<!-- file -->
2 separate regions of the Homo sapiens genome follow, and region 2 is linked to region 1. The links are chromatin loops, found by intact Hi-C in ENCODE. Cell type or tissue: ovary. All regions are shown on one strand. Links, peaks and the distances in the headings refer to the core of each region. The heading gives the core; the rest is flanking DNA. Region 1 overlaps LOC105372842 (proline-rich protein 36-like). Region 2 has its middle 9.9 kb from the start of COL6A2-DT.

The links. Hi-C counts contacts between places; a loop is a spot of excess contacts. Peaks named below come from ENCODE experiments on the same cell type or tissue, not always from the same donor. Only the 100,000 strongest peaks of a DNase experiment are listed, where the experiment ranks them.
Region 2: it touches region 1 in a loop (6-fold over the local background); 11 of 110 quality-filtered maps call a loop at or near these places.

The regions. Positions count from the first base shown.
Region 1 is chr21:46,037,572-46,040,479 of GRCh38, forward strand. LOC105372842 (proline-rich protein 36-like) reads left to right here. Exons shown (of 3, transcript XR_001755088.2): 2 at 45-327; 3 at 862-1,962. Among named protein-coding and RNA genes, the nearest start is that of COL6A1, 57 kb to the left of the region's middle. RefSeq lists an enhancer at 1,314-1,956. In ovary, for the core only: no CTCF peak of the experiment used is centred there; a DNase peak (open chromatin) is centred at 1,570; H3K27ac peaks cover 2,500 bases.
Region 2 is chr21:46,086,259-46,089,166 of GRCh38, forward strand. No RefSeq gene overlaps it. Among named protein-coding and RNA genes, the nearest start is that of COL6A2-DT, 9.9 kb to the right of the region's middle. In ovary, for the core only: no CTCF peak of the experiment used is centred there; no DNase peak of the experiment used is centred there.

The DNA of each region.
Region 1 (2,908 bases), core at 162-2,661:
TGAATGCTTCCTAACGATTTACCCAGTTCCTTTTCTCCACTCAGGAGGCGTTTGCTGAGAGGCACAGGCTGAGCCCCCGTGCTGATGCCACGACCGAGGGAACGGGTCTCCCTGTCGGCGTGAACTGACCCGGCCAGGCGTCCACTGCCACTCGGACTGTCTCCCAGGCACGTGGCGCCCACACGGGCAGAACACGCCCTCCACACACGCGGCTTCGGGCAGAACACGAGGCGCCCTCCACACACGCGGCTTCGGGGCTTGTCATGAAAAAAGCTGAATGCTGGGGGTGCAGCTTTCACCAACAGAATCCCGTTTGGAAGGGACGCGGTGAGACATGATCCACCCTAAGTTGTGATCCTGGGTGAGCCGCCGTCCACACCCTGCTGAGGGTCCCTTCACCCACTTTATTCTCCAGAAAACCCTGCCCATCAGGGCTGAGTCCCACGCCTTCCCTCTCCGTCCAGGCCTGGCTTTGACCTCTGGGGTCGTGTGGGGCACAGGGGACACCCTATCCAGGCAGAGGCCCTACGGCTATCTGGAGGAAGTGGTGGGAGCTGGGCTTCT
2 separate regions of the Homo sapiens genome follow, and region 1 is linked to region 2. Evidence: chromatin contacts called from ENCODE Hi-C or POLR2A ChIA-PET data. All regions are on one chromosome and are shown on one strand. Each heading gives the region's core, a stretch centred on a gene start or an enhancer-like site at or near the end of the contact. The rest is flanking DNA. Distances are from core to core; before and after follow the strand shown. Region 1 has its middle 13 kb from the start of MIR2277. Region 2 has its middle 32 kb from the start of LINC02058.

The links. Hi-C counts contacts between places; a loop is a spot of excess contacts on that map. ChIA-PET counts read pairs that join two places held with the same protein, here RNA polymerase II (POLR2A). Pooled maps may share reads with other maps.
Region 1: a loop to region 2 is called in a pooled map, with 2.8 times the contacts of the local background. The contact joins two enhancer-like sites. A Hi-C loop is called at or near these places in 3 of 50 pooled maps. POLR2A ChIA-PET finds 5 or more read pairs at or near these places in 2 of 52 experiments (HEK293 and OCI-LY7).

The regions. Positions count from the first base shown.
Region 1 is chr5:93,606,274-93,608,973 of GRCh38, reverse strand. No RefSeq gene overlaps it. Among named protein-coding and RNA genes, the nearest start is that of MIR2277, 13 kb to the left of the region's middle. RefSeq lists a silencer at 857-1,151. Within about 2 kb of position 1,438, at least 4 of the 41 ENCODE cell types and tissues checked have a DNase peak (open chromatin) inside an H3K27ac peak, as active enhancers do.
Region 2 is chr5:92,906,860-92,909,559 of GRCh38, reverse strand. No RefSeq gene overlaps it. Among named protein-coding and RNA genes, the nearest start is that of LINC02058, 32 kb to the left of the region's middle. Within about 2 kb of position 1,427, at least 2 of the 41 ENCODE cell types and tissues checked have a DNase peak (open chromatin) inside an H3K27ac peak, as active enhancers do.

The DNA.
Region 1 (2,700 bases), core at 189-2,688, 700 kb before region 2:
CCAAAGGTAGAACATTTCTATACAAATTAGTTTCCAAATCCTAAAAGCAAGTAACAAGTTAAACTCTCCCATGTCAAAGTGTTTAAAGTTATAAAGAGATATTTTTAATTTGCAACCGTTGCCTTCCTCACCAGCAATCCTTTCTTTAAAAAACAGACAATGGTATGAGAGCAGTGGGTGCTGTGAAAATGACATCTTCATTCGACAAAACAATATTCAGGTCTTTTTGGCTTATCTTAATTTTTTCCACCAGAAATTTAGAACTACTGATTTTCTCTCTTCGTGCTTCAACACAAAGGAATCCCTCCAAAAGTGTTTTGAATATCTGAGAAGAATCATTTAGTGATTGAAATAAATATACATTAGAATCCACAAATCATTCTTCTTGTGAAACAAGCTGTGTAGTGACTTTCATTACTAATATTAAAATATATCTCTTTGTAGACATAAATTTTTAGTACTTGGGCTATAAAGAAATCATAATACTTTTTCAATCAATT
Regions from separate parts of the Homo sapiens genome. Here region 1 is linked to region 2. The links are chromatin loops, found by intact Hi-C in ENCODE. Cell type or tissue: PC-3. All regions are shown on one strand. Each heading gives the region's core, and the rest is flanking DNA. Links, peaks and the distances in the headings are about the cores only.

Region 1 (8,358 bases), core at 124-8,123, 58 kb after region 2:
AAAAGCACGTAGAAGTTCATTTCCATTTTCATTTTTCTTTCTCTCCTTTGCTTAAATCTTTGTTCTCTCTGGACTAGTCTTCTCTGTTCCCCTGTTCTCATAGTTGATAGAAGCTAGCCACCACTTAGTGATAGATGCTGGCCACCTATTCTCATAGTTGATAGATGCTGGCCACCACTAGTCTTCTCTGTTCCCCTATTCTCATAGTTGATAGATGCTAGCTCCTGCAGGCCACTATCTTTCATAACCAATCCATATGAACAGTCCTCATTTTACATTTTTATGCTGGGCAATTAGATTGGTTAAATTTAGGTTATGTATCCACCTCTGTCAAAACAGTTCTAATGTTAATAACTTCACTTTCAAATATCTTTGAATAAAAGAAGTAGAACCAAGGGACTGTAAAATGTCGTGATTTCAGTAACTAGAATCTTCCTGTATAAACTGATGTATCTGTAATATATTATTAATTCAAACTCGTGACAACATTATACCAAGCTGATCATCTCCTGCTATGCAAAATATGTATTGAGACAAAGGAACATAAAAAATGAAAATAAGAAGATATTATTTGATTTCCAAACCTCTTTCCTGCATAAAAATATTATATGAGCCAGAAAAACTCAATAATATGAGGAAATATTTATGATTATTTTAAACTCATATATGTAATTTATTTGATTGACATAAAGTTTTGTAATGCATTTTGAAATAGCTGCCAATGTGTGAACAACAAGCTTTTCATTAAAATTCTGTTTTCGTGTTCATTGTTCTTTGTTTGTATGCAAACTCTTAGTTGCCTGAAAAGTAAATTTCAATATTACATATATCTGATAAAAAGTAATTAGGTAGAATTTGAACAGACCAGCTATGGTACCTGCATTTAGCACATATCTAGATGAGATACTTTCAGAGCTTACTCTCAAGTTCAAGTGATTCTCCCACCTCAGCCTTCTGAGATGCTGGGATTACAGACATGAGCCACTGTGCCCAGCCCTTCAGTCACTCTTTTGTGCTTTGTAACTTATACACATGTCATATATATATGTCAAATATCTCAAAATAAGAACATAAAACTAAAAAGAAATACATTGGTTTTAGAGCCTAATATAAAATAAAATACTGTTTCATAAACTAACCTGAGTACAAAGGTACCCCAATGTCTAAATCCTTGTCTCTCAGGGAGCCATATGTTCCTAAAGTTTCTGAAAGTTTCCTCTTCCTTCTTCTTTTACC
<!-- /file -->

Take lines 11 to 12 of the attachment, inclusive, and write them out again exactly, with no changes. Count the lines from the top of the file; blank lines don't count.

The links. Hi-C counts contacts between places; a loop is a spot of excess contacts on that map. ChIA-PET counts read pairs that join two places held with the same protein, here RNA polymerase II (POLR2A). Pooled maps may share reads with other maps.
Region 1: a loop to region 2 is called in a pooled map, with 2.8 times the contacts of the local background. The contact joins two enhancer-like sites. A Hi-C loop is called at or near these places in 3 of 50 pooled maps. POLR2A ChIA-PET finds 5 or more read pairs at or near these places in 2 of 52 experiments (HEK293 and OCI-LY7).